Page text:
the other states economies ail also

    Its funny cause' for so long many European states
    fought against each other
    b/c did not want to be ruled by the other

    Today these same European states
    are ruled by EU

  • rate this

    Comment number 109.


    What you call 'gone down the hill'
    is today
    the strongest economy in EU

    How did Germany get out of recession?

    If it wasn't for Germany's success
    who else would be holding EU up?

    Thing is their austerity measures on EU
    aren't too popular

    Just look at all the Czechs protesting today against such

    Germany has to be careful not to push too far

  • rate this

    Comment number 108.

    #107 MH

    The wall fell in 1989. Those born in that year are now 23 and those then 20 are now 43.

    The importance of the event cannot be appreciated by many --only by those interested in politics at the time. Even in the old DDR, for those under 35 the wall is not a topic.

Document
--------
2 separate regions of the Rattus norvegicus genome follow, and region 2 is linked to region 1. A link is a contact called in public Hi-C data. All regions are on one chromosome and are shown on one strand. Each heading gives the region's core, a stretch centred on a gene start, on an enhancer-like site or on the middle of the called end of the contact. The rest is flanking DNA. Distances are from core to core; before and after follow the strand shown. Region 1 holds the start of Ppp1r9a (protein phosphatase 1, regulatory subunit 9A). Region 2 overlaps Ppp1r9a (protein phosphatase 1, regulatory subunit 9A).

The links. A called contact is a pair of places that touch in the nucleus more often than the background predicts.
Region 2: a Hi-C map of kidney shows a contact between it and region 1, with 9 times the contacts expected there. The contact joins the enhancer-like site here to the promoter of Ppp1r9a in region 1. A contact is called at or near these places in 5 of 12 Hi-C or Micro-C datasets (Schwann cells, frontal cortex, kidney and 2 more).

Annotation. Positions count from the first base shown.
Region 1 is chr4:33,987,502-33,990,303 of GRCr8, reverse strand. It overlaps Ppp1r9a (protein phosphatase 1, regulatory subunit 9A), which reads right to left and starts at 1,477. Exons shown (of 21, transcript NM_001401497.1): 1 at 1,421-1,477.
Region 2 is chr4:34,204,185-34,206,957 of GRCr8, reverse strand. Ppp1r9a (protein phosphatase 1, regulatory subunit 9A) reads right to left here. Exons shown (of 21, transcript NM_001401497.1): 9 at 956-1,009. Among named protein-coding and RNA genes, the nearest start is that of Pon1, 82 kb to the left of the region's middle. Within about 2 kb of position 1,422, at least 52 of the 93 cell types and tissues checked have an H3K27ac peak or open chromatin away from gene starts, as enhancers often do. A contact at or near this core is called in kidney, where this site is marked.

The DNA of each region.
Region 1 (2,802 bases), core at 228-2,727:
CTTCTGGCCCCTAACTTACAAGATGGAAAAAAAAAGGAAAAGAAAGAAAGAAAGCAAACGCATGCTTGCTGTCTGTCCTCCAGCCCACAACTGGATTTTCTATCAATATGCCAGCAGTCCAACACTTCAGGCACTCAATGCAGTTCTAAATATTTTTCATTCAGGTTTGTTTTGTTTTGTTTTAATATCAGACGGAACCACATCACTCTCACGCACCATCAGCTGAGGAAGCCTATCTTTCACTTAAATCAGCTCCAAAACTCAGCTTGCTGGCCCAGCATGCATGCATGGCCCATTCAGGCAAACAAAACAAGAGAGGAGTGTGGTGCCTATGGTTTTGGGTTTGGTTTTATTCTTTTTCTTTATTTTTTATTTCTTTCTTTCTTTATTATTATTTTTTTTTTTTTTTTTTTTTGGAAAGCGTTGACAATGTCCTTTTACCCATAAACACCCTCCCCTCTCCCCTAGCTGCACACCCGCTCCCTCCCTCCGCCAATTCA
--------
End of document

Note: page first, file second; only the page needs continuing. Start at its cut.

That is one reason I believe Merkel is important for Europe and not only Germany --she knows what happened and lived it.

  • rate this

    Comment number 107.

    104 threnodio - 105 QOT
    The successful rebuilding of Eastern Europe after the awful Soviet years convinces me that Europe will tackle the latest banker-made crisis.

    The man in the street will again have to pay for a mismanagement that was not his fault. But that's happened many times before - men like Stalin and Hitler die leaving our worlds in ruin and we are left to pick up the pieces.

  • rate this

    Comment number 106.

    #104 Threnodio

    -- The southern German states are now the wealthiest (Bavaria etc), and the lowest unemployment, Berlin and the old DDR the highest. The social bill alone must be massive. Some time ago someone said the DDR rebuilding must be around 2 trillion -- but I doubt if anybody knows. The east of Germany was always a poor region. Wages are generally lower --but also some living costs.


Comments 5 of 110